Typically, discussion of Hillary Clinton’s foreign policy lingers at a vague level that only serves to polarize hawks and doves: the former praise her experience, while the latter brood over her militancy. When the scrutiny gets more specific, it’s usually about topical concerns, like her role in the Iraq War and the Benghazi attacks, or her position on Syria and Iran.
What we are not talking about are concerns about Clinton’s record that are neither summary nor trending – the details that are only part of the picture, and that aren’t of immediate interest. And that’s a problem, because some of these details are foreign policy time bombs waiting to explode.
Hillary Clinton has been a long and outspoken advocate of NATO expansion into Ukraine and Georgia. Article 5 of the North Atlantic treaty requires member states to come to each others’ aid when under attack. And since both prospective members are presently occupied by hostile forces of the Russian Federation, Clinton’s push for their accession would ultimately obligate the United States, under binding international law, to go to war against Moscow.
That’s why a coalition of NATO members, led by France and Germany, have fought the organization’s continued expansion into former Soviet states. “We are opposed to the entry of Georgia and Ukraine because we think that it is not a good answer to the balance of power within Europe and between Europe and Russia,” France’s then Prime Minister Fillon said after a failed 2008 attempt by the United States, under President George W. Bush, to integrate them into the military alliance.
Ironically, Germany itself is only a member of NATO because of what Noam Chomsky describes as a “historic swindle” by the United States.
“As the Soviet Union collapsed, Gorbachev made an astonishing concession,” Chomsky writes. “He permitted a unified Germany to join a hostile military alliance [NATO] run by a global superpower, though Germany alone had almost destroyed Russia twice in the century.” They did this, he continues, on one condition: one of Hillary Clinton’s predecessors, Secretary of State James Baker, promised that “NATO’s jurisdiction would not shift on inch eastward”.
Since then, the history of NATO expansion has been a perpetual breach of that promise; and repeatedly, Clinton has called for shifting NATO jurisdiction nearly 1500 miles eastward, to the very border of Georgia and Azerbaijan.
In 2005, then-Senator Hillary Clinton joined John McCain in nominating Georgian President Mikheil Saakashvili and Ukrainian President Viktor Yushchenko for the Nobel Peace Prize, a move that the New York Times read as “a possible indication of her views on NATO membership” for the two countries. Three years later, she joined McCain again in co-sponsoring S.Res.439, “A resolution expressing the strong support of the Senate for the North Atlantic Treaty Organization to enter into a Membership Action Plan with Georgia and Ukraine”. After the 2008 Georgian war, Clinton, as Secretary of State, urged “the [NATO] alliance to leave open the door to membership for former Soviet states Ukraine and Georgia.” And in 2012, she declared to multiple foreign ministers, including Georgia’s, that “this summit should be the last summit that is not an enlargement summit.”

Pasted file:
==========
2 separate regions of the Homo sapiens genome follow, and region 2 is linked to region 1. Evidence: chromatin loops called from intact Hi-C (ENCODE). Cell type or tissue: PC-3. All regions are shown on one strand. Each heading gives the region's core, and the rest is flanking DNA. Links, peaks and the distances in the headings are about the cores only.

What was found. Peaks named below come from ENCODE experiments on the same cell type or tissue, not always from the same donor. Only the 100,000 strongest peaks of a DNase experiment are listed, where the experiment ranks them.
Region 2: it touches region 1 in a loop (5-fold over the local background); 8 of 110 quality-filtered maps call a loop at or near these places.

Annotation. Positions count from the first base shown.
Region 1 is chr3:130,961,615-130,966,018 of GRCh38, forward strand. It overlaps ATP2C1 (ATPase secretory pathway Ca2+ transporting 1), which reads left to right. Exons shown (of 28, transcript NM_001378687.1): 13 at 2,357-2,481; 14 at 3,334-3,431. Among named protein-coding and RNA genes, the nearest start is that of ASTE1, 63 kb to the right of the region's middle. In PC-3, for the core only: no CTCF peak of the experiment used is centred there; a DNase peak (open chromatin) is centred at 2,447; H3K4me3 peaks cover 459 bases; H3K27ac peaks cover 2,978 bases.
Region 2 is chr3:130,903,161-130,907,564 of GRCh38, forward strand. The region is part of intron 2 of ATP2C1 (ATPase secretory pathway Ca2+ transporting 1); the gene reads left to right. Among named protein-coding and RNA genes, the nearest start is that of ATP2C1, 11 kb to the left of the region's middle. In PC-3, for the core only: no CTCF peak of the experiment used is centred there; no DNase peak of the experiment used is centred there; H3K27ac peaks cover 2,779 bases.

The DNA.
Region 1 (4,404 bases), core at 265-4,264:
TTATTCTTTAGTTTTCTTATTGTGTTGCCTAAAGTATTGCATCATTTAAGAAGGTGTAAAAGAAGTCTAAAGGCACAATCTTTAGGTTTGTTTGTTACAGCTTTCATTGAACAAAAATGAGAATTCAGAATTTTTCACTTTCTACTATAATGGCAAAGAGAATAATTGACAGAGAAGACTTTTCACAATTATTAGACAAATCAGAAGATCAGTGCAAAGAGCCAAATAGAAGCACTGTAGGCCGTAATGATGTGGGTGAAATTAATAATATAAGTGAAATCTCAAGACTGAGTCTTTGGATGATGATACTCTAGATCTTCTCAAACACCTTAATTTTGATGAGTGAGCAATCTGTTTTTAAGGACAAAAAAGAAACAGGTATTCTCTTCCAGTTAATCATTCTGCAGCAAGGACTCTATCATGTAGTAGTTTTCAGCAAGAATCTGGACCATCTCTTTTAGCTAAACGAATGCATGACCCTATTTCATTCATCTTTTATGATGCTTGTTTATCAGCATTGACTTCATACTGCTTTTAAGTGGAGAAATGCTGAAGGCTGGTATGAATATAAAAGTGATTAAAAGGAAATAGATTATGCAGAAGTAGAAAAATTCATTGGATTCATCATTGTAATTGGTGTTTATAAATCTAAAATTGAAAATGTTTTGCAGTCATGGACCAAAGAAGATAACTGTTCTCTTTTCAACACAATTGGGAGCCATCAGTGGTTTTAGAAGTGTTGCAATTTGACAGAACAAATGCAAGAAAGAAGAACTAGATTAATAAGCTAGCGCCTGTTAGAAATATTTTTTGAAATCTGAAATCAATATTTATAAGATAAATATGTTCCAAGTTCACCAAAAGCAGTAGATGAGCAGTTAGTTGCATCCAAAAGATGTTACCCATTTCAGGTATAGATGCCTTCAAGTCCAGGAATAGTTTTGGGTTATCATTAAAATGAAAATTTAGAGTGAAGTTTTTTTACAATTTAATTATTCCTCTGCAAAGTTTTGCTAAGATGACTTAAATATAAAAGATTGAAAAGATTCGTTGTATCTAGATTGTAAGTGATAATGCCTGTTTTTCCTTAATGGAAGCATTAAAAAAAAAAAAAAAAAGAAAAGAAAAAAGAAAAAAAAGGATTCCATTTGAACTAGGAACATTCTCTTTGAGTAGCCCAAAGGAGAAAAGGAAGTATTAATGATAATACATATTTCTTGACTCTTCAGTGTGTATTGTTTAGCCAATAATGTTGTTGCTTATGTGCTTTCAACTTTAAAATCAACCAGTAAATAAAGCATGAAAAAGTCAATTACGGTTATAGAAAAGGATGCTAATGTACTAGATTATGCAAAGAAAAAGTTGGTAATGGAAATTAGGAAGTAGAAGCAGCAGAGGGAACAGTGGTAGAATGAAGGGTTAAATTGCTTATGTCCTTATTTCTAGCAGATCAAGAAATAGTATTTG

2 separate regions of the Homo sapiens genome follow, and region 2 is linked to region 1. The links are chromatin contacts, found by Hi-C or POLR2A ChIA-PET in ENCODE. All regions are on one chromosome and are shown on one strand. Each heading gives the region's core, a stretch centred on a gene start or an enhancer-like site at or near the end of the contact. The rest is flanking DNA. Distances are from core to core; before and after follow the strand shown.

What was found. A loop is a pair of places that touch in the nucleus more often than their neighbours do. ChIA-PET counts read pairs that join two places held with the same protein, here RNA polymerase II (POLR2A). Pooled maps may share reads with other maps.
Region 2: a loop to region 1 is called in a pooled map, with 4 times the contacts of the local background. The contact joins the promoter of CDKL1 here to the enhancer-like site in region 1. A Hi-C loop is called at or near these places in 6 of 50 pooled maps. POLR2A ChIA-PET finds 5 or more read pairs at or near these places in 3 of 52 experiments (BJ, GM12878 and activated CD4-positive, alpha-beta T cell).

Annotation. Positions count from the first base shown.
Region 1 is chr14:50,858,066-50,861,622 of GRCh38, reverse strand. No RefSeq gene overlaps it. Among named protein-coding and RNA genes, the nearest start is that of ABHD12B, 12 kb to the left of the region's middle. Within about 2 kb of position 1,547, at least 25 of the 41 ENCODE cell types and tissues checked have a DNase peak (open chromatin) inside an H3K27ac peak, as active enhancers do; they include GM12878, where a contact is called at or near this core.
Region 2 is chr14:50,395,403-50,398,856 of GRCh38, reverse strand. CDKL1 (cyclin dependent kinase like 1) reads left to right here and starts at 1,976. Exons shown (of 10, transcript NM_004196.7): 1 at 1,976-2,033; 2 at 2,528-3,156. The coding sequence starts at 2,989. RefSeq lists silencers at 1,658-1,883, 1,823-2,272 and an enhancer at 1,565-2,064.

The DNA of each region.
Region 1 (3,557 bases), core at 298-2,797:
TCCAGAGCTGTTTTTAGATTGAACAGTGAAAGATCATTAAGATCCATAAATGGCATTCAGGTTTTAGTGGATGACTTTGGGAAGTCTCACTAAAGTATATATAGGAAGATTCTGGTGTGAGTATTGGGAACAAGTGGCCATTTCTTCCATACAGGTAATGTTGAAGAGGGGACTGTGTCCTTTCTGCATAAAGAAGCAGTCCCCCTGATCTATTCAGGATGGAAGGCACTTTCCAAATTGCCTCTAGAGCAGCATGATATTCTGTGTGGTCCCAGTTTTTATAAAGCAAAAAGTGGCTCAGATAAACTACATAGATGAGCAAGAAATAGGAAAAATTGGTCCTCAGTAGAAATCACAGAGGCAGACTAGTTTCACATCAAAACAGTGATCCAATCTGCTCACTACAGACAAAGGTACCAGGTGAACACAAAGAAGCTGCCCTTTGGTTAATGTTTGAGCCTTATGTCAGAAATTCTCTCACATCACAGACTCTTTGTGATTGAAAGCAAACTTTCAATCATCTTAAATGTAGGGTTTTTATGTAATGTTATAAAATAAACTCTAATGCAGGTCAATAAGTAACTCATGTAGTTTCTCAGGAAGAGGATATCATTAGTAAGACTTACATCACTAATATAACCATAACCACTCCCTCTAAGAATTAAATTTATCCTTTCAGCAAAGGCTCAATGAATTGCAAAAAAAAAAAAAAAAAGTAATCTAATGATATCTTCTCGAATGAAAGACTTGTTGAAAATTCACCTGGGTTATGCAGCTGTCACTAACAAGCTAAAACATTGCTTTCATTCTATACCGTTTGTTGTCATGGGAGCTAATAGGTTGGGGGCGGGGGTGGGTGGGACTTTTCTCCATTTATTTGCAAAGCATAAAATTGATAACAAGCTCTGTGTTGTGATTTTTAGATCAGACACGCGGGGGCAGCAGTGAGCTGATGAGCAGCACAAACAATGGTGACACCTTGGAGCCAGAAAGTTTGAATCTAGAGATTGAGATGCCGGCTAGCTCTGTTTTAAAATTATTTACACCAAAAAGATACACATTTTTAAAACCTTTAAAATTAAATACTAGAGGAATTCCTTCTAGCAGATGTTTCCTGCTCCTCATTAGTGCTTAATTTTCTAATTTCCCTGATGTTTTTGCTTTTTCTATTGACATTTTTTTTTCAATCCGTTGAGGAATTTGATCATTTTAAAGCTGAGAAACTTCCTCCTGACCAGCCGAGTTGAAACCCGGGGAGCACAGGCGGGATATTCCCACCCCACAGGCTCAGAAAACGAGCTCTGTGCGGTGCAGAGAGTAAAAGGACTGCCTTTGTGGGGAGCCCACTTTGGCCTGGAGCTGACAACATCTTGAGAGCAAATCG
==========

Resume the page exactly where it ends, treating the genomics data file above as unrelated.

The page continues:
And even as NATO’s jurisdiction has expanded east, so have Clinton’s financial interests. Last year, the Wall Street Journal reported that the Clinton Foundation has received more donations from Ukrainians than from any other foreign donor: contributions of more than $50,000 totaled to $10 million between 1999 and 2014. And even while Clinton was Secretary of State, her aids met with lobbyists for Clinton Foundation donor Victor Pinchuk, a Ukrainian oligarch who has pledged her organization $29 million.
Obviously, the Russian Federation sees the growth of NATO to its borders as a threat.
“Georgia and Ukraine’s membership in the alliance is a huge strategic mistake which would have most serious consequences for pan-European security,” Russian Deputy Foreign Minister Alexander Grushko told Interfax news agency after the 2008 summit.
President Vladimir Putin’s response was even less subtle. “It is horrible to say and even to think that, in response to the deployment of [NATO missile missile facilities] in Ukrainian territory…Russia could target its missile systems at Ukraine. Imagine this for a second.”
This was Putin’s nightmare scenario in 2008 – but of course, there is no longer any need to imagine hostilities between Russia and Ukraine, because they’ve already begun. At the end of 2015, the United Nations reported that the ongoing conflict in Ukraine has claimed at least 9,000 lives since it began in 2014. In the media this has often played out as a proxy war between Ukrainians and Russian-backed rebels, but Ukraine continues to allege, often with compelling evidence, the presence of Russian regular forces and GRU agents among the opposition.
Meanwhile, Russia continues to occupy two disputed regions also claimed by Georgia, Abkhazia and South Ossetia – the battleground of the 2008 Russo-Georgian war. Even absent Georgian NATO membership, George W. Bush reportedly considered intervention in the country – but ultimately rejected it, concluding, in the words of then National Security Advisor Stephen Hadley, that “it would be a direct military confrontation with Russia.”
That Clinton stands to commit the United States to a war that even the infamously reckless and belligerent Bush Administration rejected is a testament to how radical and dangerous her foreign policy really is. During the first Clinton Administration, historian and former diplomat to the the Soviet Union George F. Kennan wrote that “expanding NATO would be the most fateful error of American policy in the entire post-cold-war era.” If there is a second Clinton Administration, that error seems all but assured.